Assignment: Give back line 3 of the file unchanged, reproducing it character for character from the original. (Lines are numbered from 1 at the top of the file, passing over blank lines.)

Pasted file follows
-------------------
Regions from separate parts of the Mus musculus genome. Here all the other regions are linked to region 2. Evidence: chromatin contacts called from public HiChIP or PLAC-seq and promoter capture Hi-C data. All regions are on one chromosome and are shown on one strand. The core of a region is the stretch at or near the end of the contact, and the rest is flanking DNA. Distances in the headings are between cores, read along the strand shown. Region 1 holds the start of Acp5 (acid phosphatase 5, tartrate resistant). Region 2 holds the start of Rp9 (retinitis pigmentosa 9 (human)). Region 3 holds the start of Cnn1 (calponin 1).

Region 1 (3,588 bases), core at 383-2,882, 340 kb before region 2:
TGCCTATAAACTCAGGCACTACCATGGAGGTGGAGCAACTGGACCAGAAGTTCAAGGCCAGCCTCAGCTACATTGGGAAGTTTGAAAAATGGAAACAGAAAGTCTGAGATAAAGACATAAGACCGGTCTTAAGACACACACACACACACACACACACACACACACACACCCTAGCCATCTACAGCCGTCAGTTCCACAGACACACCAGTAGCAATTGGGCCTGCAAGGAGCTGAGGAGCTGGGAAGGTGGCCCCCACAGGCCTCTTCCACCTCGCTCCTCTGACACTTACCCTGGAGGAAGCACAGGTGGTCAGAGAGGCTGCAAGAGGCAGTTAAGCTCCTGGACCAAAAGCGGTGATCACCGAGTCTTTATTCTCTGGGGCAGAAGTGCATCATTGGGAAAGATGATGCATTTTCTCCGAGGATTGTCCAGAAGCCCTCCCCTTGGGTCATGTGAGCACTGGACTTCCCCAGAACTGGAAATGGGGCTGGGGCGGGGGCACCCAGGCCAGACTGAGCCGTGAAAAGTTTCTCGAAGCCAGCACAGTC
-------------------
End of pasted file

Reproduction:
TGCCTATAAACTCAGGCACTACCATGGAGGTGGAGCAACTGGACCAGAAGTTCAAGGCCAGCCTCAGCTACATTGGGAAGTTTGAAAAATGGAAACAGAAAGTCTGAGATAAAGACATAAGACCGGTCTTAAGACACACACACACACACACACACACACACACACACACCCTAGCCATCTACAGCCGTCAGTTCCACAGACACACCAGTAGCAATTGGGCCTGCAAGGAGCTGAGGAGCTGGGAAGGTGGCCCCCACAGGCCTCTTCCACCTCGCTCCTCTGACACTTACCCTGGAGGAAGCACAGGTGGTCAGAGAGGCTGCAAGAGGCAGTTAAGCTCCTGGACCAAAAGCGGTGATCACCGAGTCTTTATTCTCTGGGGCAGAAGTGCATCATTGGGAAAGATGATGCATTTTCTCCGAGGATTGTCCAGAAGCCCTCCCCTTGGGTCATGTGAGCACTGGACTTCCCCAGAACTGGAAATGGGGCTGGGGCGGGGGCACCCAGGCCAGACTGAGCCGTGAAAAGTTTCTCGAAGCCAGCACAGTC